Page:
Not to be left behind in the race to introduce 5G by 2019, AT&T has stressed that it has begun testing a 15 GHz configuration in partnership with Ericsson and Intel, and is on course to introduce a 5G network to its customers by 2019. AT&T's statement came in response to Verizon's claims that it will be the first carrier to launch 5G wireless in the U.S., earlier than any other network carrier. AT&T has, however, stated that migrating to the 5G network will not be an easy task and implementing the next-generation wireless network within the timelines will be tough.
"We haven't been sitting still on 5G. We've been doing a lot of work in the labs ourselves. There's going to be a lot of labs work going on, a lot of labs testing, lots of proofs of concept. There's going to be some level of field deployments going on as well, as everybody is learning in this space," said Scott Mair, senior vice president of technology planning and engineering at AT&T Services. Mair was delivering a lecture at Jefferies 2016 Technology Conference in Miami where he also said that the carrier will begin testing a 28 GHz configuration as well as a fixed wireless configuration by the end of the year. According to Mair, commercial deployments of new-generation wireless networks usually begin a year after standards are issued and as per current timelines, the Phase 1 5G standards are expected to be issued by September of 2018. However, AT&T will conduct a series of trial runs in advance to test the concept and to fix shortfalls before the next-generation wireless network is officially rolled out. As of now, AT&T will prioritize mobile and fixed wireless networks before it turns its attention to the Internet of Things architecture and is set to conduct the first of its trial runs of the mobile network concept early next year.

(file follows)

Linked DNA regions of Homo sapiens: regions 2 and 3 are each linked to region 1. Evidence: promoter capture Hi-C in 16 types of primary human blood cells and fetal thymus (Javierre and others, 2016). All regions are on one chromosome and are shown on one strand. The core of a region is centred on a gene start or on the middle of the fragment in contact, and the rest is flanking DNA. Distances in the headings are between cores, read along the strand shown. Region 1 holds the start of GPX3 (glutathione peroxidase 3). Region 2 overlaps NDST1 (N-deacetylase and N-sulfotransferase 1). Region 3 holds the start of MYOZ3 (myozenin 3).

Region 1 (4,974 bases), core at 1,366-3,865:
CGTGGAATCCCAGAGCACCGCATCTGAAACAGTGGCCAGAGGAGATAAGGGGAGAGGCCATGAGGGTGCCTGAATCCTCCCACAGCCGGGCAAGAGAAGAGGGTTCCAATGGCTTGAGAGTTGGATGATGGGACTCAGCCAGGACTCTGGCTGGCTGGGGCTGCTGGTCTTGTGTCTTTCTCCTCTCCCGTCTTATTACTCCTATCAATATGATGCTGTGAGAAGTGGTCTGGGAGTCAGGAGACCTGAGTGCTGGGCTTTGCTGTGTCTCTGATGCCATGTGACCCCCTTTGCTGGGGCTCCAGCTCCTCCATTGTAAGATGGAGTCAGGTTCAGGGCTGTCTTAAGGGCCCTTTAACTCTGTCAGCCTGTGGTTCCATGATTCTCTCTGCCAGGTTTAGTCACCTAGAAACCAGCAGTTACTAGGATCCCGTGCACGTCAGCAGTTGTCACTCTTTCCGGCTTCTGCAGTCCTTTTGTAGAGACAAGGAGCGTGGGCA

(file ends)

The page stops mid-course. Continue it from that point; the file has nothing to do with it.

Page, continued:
Back in March, it came to light that AT&T was considering using License-Assisted Access (LAA) technology as an alternative to using LTE-U (unlicensed spectrum) to implement a 5G network in the future. While LTE-U lets carriers use unlicensed spectrum to offer LTE networks via carrier aggregation, the LAA technology is more legal in nature and has been designed in line with 3GPP standards. LAA observes a 'Listen before talk' protocol which reduces interference and enables data transfer after ensuring that the lines are clear. However, Verizon and AT&T aren't the only players who are talking about 5G. Back in February, T-Mobile confirmed that they will begin testing 5G later this year but also said that customers should not expect 5G to arrive in a workable form any time before 2020. According to T-Mobile's John Legere, there is no uniform standard for 5G as of yet which is accepted everywhere and handset capabilities should also be taken into account while talking about future ultra-fast networks.